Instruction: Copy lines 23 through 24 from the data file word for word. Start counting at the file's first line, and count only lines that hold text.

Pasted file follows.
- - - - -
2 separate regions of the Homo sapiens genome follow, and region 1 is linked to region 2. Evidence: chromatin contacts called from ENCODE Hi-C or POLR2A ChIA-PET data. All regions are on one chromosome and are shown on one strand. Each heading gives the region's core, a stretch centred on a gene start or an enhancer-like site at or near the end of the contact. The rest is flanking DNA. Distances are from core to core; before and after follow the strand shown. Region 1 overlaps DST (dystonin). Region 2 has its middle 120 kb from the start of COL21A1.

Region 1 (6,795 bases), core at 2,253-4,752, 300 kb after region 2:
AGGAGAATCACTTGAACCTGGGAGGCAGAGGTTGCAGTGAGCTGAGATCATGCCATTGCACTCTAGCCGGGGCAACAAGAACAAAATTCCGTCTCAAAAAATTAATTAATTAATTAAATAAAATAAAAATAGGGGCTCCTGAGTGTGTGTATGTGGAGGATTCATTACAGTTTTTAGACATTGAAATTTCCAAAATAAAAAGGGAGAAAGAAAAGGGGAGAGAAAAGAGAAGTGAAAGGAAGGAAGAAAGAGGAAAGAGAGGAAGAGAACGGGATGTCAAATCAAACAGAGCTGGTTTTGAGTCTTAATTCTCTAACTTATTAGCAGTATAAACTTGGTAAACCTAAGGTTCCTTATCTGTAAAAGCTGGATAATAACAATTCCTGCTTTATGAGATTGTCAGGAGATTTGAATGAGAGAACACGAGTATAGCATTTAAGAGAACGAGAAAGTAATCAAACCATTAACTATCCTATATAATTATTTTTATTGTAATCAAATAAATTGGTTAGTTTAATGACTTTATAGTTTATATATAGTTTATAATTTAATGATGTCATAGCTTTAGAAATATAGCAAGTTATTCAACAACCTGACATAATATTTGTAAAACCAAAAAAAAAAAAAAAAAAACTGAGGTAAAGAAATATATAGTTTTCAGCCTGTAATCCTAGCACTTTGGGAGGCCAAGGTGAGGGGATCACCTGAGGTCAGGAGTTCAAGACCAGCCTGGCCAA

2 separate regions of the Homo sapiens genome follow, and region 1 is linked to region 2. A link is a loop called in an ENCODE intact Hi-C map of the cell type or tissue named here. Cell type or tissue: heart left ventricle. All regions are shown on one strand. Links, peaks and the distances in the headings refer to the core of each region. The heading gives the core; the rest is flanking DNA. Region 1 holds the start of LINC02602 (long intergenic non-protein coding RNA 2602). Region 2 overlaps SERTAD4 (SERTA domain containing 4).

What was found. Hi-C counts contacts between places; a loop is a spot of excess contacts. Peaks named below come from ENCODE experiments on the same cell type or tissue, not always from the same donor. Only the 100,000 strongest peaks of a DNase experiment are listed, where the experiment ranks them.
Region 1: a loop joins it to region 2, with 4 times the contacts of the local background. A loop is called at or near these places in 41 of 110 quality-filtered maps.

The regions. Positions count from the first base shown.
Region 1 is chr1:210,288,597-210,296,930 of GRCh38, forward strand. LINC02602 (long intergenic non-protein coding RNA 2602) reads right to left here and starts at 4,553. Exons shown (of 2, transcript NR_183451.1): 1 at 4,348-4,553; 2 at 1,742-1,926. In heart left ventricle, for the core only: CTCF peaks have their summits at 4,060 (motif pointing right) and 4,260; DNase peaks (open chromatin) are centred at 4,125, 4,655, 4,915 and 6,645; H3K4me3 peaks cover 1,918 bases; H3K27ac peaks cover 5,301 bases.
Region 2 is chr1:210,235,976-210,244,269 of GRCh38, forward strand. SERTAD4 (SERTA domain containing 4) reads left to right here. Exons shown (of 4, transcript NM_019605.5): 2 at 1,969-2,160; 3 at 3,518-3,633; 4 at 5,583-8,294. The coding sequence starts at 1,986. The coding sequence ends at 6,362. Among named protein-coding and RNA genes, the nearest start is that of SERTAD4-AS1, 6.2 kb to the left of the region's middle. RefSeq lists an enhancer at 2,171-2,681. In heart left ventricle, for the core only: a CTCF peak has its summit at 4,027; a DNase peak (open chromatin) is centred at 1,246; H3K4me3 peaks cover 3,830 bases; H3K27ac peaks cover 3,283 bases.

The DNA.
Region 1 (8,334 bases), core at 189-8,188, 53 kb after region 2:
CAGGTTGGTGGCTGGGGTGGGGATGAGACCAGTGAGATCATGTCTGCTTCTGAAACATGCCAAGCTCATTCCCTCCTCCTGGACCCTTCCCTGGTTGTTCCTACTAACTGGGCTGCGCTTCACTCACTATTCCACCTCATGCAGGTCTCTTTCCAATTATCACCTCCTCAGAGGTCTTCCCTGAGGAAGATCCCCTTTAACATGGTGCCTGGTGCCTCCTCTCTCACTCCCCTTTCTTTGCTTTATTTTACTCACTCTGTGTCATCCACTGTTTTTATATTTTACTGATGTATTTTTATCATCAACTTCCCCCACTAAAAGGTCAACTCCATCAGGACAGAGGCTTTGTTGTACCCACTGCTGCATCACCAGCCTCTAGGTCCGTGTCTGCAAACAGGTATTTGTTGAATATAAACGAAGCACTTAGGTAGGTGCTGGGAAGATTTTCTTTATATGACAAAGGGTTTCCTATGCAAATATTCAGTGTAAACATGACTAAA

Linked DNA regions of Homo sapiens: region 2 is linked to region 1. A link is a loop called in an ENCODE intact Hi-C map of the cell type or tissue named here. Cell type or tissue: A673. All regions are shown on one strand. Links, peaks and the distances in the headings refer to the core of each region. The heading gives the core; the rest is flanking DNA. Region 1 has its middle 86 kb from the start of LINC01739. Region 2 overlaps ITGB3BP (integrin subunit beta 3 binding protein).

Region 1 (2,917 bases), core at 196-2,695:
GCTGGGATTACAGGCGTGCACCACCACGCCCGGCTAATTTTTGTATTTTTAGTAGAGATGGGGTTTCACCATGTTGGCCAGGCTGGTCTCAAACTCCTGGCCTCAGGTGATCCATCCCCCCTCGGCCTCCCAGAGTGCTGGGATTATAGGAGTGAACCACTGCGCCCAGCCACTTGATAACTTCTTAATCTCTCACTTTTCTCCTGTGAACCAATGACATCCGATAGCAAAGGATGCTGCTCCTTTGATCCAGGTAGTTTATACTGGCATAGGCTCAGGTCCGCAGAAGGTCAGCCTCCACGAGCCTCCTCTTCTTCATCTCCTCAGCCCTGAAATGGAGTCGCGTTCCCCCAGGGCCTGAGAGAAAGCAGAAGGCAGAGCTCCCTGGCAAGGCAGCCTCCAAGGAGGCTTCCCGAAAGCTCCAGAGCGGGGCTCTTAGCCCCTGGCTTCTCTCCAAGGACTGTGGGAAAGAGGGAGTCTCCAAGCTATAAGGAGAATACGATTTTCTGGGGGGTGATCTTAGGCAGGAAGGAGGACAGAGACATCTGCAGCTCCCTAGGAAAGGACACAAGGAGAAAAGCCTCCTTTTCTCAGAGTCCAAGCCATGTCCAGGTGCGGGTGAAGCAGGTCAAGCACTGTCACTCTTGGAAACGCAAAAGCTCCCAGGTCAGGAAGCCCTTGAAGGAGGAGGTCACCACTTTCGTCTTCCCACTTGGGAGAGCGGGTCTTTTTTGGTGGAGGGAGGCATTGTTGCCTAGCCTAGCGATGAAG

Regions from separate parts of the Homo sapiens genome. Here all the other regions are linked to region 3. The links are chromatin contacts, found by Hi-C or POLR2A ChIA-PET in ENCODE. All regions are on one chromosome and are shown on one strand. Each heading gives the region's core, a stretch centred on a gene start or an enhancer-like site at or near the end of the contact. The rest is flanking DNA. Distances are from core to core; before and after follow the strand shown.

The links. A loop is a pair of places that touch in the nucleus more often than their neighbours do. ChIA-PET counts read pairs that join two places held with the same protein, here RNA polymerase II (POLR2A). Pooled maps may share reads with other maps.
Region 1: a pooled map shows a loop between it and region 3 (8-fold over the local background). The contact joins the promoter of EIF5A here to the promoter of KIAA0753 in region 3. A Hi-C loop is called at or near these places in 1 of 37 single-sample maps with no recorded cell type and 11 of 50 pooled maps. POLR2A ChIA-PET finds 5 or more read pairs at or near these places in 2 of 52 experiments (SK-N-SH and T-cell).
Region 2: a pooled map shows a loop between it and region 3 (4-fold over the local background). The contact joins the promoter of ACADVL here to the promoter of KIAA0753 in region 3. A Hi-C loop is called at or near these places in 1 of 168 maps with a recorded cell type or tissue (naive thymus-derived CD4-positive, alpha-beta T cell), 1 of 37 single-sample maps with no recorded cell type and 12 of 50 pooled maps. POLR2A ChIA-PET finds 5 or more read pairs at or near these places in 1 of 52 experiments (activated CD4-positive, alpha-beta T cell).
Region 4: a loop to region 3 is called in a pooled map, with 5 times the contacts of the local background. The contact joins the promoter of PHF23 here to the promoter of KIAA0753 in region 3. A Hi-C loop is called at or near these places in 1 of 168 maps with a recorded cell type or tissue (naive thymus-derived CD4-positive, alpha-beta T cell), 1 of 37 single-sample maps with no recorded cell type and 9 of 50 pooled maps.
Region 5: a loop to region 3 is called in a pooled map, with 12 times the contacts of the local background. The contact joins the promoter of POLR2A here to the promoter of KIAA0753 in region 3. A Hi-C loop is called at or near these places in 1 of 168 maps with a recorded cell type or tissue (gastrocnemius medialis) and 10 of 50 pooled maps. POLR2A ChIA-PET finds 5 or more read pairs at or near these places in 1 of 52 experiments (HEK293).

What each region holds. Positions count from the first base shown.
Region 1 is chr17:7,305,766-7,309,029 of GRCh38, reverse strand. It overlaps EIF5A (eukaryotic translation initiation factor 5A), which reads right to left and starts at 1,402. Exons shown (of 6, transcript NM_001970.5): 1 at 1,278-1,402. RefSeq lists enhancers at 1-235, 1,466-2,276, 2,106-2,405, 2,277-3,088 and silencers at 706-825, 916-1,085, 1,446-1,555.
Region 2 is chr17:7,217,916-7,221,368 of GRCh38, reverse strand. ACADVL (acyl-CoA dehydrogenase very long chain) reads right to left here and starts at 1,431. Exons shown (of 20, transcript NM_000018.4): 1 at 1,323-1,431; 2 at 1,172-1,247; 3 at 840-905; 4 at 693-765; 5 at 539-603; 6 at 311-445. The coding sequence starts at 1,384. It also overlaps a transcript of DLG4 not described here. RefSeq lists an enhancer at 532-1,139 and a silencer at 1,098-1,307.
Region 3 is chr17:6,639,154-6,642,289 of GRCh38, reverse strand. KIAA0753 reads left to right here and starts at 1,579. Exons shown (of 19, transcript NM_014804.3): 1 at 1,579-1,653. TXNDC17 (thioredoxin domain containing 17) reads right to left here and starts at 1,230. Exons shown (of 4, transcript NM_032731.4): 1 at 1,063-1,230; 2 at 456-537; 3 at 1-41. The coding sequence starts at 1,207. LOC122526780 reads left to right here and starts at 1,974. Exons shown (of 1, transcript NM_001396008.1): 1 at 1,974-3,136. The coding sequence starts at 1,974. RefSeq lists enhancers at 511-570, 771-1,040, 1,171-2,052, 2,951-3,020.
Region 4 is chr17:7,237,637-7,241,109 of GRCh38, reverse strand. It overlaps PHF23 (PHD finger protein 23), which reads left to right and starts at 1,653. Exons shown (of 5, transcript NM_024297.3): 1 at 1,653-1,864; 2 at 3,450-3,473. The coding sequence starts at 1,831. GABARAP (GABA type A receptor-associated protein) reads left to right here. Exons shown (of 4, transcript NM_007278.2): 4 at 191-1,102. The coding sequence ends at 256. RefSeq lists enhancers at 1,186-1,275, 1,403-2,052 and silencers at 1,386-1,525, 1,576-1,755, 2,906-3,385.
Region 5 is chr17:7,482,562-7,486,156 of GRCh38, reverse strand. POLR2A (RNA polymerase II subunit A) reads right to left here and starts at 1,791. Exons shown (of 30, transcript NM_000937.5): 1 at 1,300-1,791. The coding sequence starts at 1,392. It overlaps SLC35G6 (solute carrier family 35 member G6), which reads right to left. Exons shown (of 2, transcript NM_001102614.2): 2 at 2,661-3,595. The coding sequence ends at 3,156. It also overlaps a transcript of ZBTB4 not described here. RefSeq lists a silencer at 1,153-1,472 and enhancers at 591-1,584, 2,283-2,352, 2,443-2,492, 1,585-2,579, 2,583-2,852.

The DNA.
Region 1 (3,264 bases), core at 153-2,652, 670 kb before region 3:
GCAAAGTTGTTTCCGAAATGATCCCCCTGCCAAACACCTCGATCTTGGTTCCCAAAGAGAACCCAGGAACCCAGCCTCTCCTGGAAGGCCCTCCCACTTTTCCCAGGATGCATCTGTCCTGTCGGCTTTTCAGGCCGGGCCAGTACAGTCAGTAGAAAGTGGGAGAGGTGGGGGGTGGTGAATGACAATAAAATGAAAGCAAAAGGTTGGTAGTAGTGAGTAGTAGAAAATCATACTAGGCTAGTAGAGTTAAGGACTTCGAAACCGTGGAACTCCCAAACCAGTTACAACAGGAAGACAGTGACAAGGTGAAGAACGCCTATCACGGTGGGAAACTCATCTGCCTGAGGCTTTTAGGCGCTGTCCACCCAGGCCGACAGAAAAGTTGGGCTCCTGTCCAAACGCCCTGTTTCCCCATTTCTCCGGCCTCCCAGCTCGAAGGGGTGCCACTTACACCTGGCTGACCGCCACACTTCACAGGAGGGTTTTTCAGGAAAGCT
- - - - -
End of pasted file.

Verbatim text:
Region 1 is chr17:7,305,766-7,309,029 of GRCh38, reverse strand. It overlaps EIF5A (eukaryotic translation initiation factor 5A), which reads right to left and starts at 1,402. Exons shown (of 6, transcript NM_001970.5): 1 at 1,278-1,402. RefSeq lists enhancers at 1-235, 1,466-2,276, 2,106-2,405, 2,277-3,088 and silencers at 706-825, 916-1,085, 1,446-1,555.
Region 2 is chr17:7,217,916-7,221,368 of GRCh38, reverse strand. ACADVL (acyl-CoA dehydrogenase very long chain) reads right to left here and starts at 1,431. Exons shown (of 20, transcript NM_000018.4): 1 at 1,323-1,431; 2 at 1,172-1,247; 3 at 840-905; 4 at 693-765; 5 at 539-603; 6 at 311-445. The coding sequence starts at 1,384. It also overlaps a transcript of DLG4 not described here. RefSeq lists an enhancer at 532-1,139 and a silencer at 1,098-1,307.